Skip to main content
Ultrasound technician holding part of the machine

Ultrasound, or sonography, is a technique that uses sound waves to study and treat different areas of the body.

Its high-frequency sound waves are transmitted to the area of interest and returns echoes that are recorded and captured as images.

Ultrasound is non-invasive and does not involve radiation.

Because ultrasound images are captured in real-time, they can show the structure and movement of the body's internal organs, as well as blood flowing through blood vessels.

At University of Maryland Medical Center, both our medical imaging locations perform ultrasounds. However, most obstetric ones are done through Women's Health, though a few may be referred to us.

Call 410-328-3225 to make your ultrasound appointment.

Reasons for Ultrasounds

While people are familiar with prenatal ultrasounds, it can be used on many other parts of the body to diagnose disease or evaluate organs. It can be used to detect kidney stones and tumors, and to evaluate masses in the thyroid.

In women, a pelvic or abdominal ultrasound is most often performed to evaluate the:

  • Bladder
  • Ovaries
  • Uterus
  • Fallopian tubes

In men, they may be used to evaluate:

  • A mass in the scrotum felt by the patient or doctor
  • Trauma to the scrotal area
  • Testicular pain or swelling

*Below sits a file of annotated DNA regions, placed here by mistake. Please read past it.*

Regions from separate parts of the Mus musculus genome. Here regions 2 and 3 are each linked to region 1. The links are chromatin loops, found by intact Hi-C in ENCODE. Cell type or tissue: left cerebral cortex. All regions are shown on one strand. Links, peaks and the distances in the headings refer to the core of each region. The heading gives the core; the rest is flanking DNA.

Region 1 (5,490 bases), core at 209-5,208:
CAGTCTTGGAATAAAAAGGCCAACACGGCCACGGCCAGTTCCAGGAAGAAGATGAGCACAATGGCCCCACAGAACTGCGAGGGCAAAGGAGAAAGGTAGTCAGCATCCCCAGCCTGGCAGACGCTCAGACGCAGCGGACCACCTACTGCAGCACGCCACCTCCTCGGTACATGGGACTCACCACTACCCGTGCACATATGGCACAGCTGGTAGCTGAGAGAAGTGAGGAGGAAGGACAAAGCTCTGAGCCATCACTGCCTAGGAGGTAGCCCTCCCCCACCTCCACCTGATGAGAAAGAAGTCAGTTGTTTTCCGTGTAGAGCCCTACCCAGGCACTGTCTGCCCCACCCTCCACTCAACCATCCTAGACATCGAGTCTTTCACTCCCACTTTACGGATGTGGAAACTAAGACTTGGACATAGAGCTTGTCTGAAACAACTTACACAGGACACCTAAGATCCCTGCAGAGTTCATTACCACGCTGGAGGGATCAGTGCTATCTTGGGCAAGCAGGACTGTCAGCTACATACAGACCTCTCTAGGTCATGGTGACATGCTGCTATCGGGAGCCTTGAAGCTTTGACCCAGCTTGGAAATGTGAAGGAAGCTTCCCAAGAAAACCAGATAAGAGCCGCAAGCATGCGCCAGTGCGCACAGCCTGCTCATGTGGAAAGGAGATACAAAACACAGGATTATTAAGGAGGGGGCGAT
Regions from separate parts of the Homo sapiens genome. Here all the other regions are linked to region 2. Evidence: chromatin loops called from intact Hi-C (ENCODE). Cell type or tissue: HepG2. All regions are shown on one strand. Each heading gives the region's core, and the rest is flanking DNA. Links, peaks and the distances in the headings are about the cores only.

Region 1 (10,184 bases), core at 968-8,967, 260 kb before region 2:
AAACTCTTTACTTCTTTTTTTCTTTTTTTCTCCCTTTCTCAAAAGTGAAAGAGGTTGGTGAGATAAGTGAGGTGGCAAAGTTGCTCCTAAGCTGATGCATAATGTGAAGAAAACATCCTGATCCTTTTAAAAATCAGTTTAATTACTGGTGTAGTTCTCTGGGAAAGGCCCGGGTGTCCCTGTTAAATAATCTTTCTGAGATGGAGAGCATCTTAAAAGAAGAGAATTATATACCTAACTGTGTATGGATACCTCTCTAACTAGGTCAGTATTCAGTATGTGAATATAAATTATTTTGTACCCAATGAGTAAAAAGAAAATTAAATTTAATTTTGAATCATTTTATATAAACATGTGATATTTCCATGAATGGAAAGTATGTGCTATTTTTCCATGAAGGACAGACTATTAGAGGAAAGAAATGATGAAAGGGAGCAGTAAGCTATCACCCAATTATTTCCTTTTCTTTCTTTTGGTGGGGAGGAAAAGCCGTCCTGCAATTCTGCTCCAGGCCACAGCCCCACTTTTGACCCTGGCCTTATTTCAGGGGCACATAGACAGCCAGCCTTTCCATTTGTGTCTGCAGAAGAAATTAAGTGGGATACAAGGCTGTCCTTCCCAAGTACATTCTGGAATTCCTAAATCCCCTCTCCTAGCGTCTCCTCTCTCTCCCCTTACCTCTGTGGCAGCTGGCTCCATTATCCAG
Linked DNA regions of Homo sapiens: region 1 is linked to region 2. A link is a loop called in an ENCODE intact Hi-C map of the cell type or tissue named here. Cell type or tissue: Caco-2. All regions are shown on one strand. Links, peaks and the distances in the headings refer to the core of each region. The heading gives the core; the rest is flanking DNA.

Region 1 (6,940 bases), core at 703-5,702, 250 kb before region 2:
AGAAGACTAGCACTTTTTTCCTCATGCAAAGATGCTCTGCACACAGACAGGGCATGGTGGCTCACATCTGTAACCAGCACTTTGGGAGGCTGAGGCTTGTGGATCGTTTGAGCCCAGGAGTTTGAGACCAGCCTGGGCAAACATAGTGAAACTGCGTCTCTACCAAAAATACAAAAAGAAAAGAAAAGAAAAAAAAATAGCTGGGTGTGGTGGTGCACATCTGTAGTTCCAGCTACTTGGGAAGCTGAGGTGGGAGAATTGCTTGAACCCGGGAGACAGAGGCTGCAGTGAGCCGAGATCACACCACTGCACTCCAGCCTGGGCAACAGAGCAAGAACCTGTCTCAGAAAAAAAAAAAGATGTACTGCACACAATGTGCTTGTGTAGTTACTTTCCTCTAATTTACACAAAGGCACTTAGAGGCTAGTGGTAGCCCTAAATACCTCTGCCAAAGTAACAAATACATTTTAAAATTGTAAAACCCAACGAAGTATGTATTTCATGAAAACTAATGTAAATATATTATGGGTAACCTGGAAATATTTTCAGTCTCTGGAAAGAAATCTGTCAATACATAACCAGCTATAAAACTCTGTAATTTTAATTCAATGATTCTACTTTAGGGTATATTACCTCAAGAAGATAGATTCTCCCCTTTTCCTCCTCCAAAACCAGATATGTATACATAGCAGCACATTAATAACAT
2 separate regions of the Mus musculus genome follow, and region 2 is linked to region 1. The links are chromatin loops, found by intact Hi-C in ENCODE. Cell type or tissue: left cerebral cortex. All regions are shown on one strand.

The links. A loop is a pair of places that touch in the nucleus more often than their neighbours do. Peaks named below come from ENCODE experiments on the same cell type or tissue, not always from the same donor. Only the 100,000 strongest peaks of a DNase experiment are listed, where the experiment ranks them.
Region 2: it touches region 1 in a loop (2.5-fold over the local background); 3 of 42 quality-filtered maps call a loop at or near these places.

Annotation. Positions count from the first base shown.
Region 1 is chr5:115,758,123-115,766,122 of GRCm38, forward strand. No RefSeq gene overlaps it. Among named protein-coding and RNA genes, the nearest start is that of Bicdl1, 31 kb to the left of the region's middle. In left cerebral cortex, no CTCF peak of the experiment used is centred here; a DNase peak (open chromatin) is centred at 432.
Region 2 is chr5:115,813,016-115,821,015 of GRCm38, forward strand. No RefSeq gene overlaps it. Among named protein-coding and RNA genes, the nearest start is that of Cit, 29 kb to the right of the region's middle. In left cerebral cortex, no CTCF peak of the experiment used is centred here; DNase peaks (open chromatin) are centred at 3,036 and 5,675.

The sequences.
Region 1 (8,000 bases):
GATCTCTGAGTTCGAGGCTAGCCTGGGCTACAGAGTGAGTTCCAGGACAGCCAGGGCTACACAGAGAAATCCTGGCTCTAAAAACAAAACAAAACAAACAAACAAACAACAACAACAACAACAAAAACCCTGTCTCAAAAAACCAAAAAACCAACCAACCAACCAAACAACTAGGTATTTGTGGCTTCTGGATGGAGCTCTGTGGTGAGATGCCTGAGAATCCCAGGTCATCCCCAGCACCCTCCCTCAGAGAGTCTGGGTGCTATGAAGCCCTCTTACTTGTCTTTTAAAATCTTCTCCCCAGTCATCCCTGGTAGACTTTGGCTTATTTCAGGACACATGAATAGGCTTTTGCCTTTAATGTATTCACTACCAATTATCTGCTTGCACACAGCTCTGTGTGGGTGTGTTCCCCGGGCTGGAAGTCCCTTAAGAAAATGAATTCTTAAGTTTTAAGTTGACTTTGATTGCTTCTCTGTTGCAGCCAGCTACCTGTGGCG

MRI-Guided Focused Ultrasound

A minimally invasive technology for treating essential tremor, MRI-guided focused ultrasound uses brain imaging and heat-generating sonic waves to pinpoint and kill brain cells associated with the tremor.

What Happens During an Ultrasound

You will be lying on your back while a gel is applied to the area of the body being studied. The sonographer will then press the transducer firmly against the skin and move it back and forth over the area of interest. Several images are captured during the procedure. There may be a little discomfort from pressure as the transducer is pressed against the area being examined.

Ultrasound Preparation

Preparation will vary based on what area of the body is being studied. For instance:

  • For a study of the liver, gallbladder, spleen and pancreas, you may be asked to eat a fat-free meal on the evening before the test and then to avoid eating for eight to 12 hours before the test.
  • For kidney ultrasound, you will need to drink a minimum of 16 ounces of clear fluid at least one hour before your appointment and not empty your bladder.
  • For aorta ultrasound, you need to avoid eating for eight to 12 hours before the test.

Call 410-328-3225 if you have any questions about how to prepare for your ultrasound.